American Family Care, Inc. v. Fox

Annotate this Case

642 So. 2d 486 (1994)



Court of Civil Appeals of Alabama.

February 25, 1994.

Rehearing Denied April 8, 1994.

Certiorari Denied May 20, 1994.

*487 Richard Breibart, Birmingham, for appellant.

No brief for appellee.

Alabama Supreme Court 1931003.

ROBERTSON, Presiding Judge.

This is a quasi-contract case.

American Family Care, Inc. (AFC), appeals from the judgment of the trial court entered in favor of Jill M. Fox.

Ronald Fox sought medical treatment from AFC during his marriage to Jill M. Fox. In connection with the treatment, he signed a contract by which he accepted responsibility for the payment of all charges, including a reasonable attorney's fee. The parties do not dispute that Ronald Fox is contractually liable to AFC. After Ronald Fox received the treatment, he and Jill Fox were divorced.

On December 16, 1991, AFC sued Ronald Fox in the Jefferson County District Court for breach of contract. AFC sought damages in the amount of $374.57. AFC joined Jill Fox as a codefendant. However, Ronald Fox could not be located for service of process and was dismissed on AFC's motion. The case against Jill Fox proceeded to trial on a quasi-contract theory. On September 21, 1992, the district court entered a judgment against Jill Fox in the amount of *488 $122.77 plus court costs. AFC appealed to the Jefferson County Circuit Court for a trial de novo, seeking damages against Jill Fox equal to the amount for which Ronald Fox would be liable under the contract. Following ore tenus proceedings, at which the parties stipulated to the relevant facts, the trial court entered a judgment in favor of Jill Fox, holding that AFC "would not be entitled to recover against [Jill Fox] under the theory of Quasi Contract." Costs were taxed to AFC. AFC filed a posttrial motion, which was denied.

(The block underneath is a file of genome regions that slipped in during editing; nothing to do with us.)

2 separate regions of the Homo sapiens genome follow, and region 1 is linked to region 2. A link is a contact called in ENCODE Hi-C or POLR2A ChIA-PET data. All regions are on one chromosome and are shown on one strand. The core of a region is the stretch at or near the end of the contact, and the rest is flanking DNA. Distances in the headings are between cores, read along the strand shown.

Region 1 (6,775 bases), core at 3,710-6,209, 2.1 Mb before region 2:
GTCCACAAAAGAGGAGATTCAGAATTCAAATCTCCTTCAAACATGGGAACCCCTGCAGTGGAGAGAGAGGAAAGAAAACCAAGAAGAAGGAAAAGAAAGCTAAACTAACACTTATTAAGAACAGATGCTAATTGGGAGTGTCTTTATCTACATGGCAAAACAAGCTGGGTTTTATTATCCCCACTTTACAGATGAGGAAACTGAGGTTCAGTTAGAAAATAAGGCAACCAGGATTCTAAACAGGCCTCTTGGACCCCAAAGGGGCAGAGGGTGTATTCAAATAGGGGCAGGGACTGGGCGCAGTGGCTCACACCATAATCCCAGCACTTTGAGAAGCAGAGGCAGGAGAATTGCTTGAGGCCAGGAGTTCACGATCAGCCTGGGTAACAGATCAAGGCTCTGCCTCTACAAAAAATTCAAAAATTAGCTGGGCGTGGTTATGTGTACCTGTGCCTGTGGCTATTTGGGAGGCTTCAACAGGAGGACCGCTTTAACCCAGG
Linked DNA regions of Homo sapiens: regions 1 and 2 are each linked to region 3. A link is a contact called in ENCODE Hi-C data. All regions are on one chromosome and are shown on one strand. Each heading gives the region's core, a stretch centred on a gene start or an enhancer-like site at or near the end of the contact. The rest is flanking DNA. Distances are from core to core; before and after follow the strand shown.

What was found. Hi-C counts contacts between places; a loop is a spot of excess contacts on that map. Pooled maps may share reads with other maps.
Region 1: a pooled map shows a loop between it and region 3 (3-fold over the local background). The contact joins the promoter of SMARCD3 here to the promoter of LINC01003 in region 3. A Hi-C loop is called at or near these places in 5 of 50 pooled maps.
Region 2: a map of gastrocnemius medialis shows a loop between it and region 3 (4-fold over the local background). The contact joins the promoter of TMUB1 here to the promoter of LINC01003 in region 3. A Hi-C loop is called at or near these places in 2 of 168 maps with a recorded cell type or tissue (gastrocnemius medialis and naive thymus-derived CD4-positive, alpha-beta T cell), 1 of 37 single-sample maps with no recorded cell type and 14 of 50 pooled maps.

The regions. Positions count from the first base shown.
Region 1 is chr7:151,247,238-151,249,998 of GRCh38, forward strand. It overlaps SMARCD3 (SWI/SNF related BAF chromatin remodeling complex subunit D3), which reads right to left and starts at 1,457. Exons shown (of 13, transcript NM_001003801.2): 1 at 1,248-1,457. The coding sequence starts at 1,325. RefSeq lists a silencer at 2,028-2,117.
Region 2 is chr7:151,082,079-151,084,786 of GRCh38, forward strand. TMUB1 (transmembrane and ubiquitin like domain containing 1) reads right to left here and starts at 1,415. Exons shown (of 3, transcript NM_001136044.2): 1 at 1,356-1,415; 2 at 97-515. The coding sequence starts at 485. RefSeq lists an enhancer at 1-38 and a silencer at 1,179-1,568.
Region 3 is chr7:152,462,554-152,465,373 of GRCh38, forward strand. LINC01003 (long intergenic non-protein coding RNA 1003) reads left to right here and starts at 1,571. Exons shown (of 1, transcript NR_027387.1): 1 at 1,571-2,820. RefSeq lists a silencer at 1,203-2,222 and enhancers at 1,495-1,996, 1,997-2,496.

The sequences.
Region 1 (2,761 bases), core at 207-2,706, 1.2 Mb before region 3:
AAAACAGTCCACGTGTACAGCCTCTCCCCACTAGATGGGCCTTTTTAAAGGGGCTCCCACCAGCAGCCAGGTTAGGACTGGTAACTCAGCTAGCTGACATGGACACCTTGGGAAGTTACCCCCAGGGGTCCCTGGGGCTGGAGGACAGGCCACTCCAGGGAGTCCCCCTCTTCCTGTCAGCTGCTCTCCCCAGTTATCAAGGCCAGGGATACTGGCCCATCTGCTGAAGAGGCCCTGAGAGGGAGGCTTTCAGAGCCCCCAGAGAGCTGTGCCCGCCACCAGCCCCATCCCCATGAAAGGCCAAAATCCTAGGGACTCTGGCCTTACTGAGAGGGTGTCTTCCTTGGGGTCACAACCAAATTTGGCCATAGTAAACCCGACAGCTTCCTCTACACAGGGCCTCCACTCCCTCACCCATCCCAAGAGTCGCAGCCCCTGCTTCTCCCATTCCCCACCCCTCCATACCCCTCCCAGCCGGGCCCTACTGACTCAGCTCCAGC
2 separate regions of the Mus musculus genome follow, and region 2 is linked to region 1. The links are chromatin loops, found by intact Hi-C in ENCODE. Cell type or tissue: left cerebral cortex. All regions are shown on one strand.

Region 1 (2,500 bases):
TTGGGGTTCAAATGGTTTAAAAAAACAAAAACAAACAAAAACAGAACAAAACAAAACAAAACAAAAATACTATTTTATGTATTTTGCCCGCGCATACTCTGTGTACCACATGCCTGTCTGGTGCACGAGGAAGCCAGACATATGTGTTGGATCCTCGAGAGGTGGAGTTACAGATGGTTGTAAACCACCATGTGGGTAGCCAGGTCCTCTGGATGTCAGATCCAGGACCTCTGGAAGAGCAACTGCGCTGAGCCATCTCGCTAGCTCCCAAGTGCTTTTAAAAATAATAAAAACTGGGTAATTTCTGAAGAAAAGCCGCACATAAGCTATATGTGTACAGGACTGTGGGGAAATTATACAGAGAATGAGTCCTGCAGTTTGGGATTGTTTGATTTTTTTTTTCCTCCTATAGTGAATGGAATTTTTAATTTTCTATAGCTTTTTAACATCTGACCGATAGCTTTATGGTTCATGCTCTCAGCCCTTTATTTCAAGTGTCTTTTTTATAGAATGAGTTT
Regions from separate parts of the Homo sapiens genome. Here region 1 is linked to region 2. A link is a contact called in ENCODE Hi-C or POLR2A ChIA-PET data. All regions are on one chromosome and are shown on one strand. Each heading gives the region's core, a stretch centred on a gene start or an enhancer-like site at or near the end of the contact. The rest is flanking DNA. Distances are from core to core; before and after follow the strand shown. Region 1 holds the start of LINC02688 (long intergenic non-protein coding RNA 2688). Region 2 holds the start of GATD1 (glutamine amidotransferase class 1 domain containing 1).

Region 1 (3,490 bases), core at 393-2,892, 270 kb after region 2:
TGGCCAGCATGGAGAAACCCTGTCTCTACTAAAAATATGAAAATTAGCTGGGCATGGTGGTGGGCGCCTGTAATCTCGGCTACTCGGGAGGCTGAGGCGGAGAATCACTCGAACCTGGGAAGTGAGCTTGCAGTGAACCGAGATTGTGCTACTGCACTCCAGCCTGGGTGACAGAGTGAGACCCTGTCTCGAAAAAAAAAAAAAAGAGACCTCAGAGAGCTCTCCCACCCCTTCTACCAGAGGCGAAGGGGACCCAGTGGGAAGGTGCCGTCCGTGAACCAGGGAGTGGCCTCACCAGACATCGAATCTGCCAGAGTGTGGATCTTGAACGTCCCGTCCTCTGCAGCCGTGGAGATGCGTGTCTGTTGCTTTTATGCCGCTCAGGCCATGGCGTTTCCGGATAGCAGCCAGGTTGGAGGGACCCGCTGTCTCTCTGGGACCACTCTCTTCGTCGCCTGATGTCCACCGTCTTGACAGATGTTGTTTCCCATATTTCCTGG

AFC appeals contending that the trial court erred in refusing to hold Jill Fox liable under a quasi-contract theory.

Under the doctrine of quasi-contract, the law implies a contract, based upon the principles of equity, to prevent the unjust enrichment of one who knowingly accepts and retains a benefit provided at the detriment of another, who has a reasonable expectation of compensation. Utah Foam Prods., Inc. v. Polytec, Inc., 584 So. 2d 1345 (Ala. 1991); Opelika Prod. Credit Ass'n v. Lamb, 361 So. 2d 95 (Ala.1978); Hendrix, Mohr & Yardley, Inc. v. City of Daphne, 359 So. 2d 792 (Ala.1978). The benefit conferred need not be strictly monetary:

"A person may be considered to have conferred a benefit upon another if he has given him possession of, or an interest in, land, chattels, or choses in action, or if he performs some service which is beneficial to or at the request of the other person, or if he satisfies a duty [or] a debt of the other. Whenever one person adds to the other's advantage in any form, whether by increasing his holdings or saving him from expense or loss, he has conferred a benefit upon the other."

Opelika Prod. Credit Ass'n, 361 So. 2d at 99. The amount of the recovery is limited to the value of the benefit gained by the defendant, regardless of the extent of the detriment to the plaintiff. Opelika Prod. Credit Ass'n, supra. The plaintiff bears the burden of proving the existence of the unjust enrichment and the reasonable value of the services rendered. Utah Foam Prods., Inc., supra.

It is undisputed that the express contract between AFC and Ronald Fox had been fully performed except for payment and that AFC had suffered a detriment. The question in this case is whether Jill Fox was unjustly enriched by the knowing acceptance of a benefit provided by AFC for which AFC could reasonably expect compensation from Jill Fox. Utah Foam Prods., Inc.; Opelika Prod. Credit Ass'n; Hendrix, Mohr, & Yardley, Inc., supra.

AFC asserts that the medical services rendered to Ronald Fox conferred a benefit on Jill Fox by helping to "maintain the equilibrium of the marital relationship, and [to] minimize[] any disruption of the equilibrium caused by illness or disease." However, we decline to hold that AFC met the burden of proof necessary to establish a quasi-contractual obligation on the part of Jill Fox. When AFC treated Ronald Fox, it obviously expected him to pay for the medical services it rendered. Any benefit conferred upon Jill Fox arising from AFC's treatment of Ronald Fox was "purely incidental." See Utah Foam Prods., Inc., 584 So. 2d at 1351.

Based on the foregoing, the judgment of the trial court is affirmed.


THIGPEN and YATES, JJ., concur.